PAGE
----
• ICQ arrived the same year as one of the first mainstream instant messaging services. 
  • Larry Page and Sergey Brin founded Google in 1998 but it all had started in early 1996 as a research project of these two. Google Search went live in 1997. 
  • Yahoo! Pager arrived in early March 1998 and became Yahoo! Messenger in late June 1999. 
  • Napster was introduced in June 1999, providing an easy way to share files — illegally, in most cases — and was shut down two years later, in July 2001. However, it laid the foundation for many decentralized peer-to-peer file-sharing services and apps, some of them still live in 2019, such as eMule and Shareaza
  • Facebook went live in the US in 2004 and worldwide one year later. Since then, it acquired popular products like Instagram and WhatsApp, adding them to its portfolio.

These highlights above are only drops in the ocean, since the internet has been changing at a tremendous pace over the last three decades and many areas had their peak moments and their falls. 

Now, checking emails, using instant messaging services or seeking for answers to various questions with the help of a search engine does not require a very fast internet connection and 5 to 10 Mbps should be enough for these scenarios, right? However, most of the billions of people that go online on a daily basis often end up using bandwidth-hungry services:

  • Video streaming — both on-demand and interactive live streaming (Twitch, Amazon Prime Video, Netflix, Mixer, and so on).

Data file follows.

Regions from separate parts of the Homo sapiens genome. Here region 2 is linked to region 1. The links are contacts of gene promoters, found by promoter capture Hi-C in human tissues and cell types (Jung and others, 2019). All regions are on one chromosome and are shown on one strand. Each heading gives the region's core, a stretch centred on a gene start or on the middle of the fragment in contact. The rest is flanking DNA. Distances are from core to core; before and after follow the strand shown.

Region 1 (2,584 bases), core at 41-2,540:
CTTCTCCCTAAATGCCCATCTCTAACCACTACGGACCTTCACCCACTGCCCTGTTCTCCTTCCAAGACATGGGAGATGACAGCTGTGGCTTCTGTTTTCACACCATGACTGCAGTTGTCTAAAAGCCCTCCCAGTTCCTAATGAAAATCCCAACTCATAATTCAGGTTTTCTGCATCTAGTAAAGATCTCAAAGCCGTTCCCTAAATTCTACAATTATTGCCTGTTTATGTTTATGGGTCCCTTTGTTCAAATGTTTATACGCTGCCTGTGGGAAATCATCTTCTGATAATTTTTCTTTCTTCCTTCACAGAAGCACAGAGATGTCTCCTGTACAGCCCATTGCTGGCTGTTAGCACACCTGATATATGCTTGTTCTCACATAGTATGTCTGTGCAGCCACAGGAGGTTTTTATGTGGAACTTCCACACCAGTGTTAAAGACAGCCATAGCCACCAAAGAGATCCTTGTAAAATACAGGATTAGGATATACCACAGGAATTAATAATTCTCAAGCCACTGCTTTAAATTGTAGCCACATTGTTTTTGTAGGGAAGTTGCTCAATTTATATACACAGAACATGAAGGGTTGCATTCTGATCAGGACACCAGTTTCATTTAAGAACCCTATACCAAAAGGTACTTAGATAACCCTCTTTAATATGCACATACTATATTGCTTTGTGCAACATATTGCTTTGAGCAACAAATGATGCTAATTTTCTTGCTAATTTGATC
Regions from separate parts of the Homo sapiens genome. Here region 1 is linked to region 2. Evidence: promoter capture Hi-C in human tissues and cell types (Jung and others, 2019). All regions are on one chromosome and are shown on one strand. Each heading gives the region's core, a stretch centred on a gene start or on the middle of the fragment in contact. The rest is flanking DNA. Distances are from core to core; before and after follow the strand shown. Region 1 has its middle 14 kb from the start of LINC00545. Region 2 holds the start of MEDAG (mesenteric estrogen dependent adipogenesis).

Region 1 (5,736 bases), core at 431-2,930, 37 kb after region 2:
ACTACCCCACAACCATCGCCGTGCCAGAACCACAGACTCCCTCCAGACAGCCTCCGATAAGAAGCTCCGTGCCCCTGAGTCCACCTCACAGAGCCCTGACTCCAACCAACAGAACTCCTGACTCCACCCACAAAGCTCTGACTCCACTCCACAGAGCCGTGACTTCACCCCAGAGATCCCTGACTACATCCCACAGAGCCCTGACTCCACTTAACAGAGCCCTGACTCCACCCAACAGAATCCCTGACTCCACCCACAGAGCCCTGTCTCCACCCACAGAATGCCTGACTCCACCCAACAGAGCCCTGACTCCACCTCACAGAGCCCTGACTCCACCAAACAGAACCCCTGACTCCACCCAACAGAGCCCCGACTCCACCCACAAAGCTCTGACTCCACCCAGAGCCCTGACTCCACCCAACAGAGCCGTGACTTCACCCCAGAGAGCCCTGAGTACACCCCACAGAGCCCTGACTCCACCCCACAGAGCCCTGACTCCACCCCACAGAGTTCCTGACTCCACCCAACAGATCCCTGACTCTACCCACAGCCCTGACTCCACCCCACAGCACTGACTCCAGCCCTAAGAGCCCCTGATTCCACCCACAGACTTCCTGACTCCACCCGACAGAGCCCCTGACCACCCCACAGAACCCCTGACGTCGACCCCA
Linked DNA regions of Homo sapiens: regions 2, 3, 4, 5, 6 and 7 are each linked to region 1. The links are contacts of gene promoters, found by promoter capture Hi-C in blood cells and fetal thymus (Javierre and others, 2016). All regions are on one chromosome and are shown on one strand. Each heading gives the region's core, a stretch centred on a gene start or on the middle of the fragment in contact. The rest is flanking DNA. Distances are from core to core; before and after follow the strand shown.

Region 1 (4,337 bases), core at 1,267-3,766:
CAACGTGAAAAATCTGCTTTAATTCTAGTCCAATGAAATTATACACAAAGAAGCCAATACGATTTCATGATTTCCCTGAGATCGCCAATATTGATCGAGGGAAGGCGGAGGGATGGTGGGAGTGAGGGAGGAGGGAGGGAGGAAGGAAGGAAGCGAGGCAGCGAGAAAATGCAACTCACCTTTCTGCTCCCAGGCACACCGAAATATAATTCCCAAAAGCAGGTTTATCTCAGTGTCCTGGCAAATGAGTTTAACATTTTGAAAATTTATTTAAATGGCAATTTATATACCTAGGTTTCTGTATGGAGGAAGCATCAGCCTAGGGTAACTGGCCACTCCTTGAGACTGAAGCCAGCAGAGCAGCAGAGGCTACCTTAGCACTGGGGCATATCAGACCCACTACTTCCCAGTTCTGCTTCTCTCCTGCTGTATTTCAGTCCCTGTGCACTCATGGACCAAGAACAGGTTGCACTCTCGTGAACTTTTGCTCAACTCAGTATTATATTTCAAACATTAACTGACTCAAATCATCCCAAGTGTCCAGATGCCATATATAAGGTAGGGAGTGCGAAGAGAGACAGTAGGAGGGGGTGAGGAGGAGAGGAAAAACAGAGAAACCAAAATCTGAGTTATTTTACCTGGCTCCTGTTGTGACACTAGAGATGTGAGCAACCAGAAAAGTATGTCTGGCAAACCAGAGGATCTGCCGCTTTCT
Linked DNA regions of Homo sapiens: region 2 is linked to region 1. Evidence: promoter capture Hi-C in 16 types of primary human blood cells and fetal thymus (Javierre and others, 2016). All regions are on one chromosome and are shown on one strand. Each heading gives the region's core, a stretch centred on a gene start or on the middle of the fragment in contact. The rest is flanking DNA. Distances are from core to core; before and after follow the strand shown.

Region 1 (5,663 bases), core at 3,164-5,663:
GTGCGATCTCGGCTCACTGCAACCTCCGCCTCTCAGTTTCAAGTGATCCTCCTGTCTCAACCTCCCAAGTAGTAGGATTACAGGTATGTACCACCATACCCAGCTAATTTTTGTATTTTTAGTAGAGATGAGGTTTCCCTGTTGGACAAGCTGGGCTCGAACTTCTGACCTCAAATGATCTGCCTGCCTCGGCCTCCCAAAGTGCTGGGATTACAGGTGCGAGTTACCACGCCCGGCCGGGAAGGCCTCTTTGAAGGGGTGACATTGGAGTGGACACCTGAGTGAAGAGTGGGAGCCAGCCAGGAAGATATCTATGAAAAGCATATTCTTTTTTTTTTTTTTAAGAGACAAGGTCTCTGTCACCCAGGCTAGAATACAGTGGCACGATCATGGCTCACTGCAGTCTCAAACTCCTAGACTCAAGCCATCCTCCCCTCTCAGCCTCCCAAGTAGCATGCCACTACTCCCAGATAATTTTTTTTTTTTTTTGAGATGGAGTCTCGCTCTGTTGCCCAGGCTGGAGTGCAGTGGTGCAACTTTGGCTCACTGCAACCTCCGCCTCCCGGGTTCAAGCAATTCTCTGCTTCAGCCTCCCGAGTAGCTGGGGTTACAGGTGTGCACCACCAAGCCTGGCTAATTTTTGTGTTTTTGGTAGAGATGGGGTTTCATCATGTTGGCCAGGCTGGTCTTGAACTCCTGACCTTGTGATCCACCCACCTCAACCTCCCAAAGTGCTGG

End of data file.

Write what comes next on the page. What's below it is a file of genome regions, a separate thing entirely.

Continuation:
• Audio streaming (Bandcamp, Spotify, Jamendo, SoundCloud, Apple Music, Deezer).
  • Video chat and live video tech support. 
  • File sharing — there are a few legal torrent sites (Legit Torrents, PublicDomainTorrents, and the extremely rich in content Community Bittorrent Tracker) with more than just Linux ISOs available, although most people think about illegal downloads when they hear about this. 
  • Digital game distribution platforms such as Steam or GOG, since many new games easily hit 50 GB or more in size.  
  • Home surveillance and remote interaction with various smart home appliances. 
  • The digital home workspace is becoming a reality for more and more people with each year thanks to the speed and ease of use of cloud-based solutions. 

For all the scenarios above, the fastest internet connection one can buy is the only choice that would spare the user from wasting time simply staring at the screen, waiting for something to load.  

Modern home office

Starting way back in the early 2000s, working at home required a fast connection for both freelancers and those who were allowed to finish some work at home and upload it to their employer's servers as soon as they got the job done.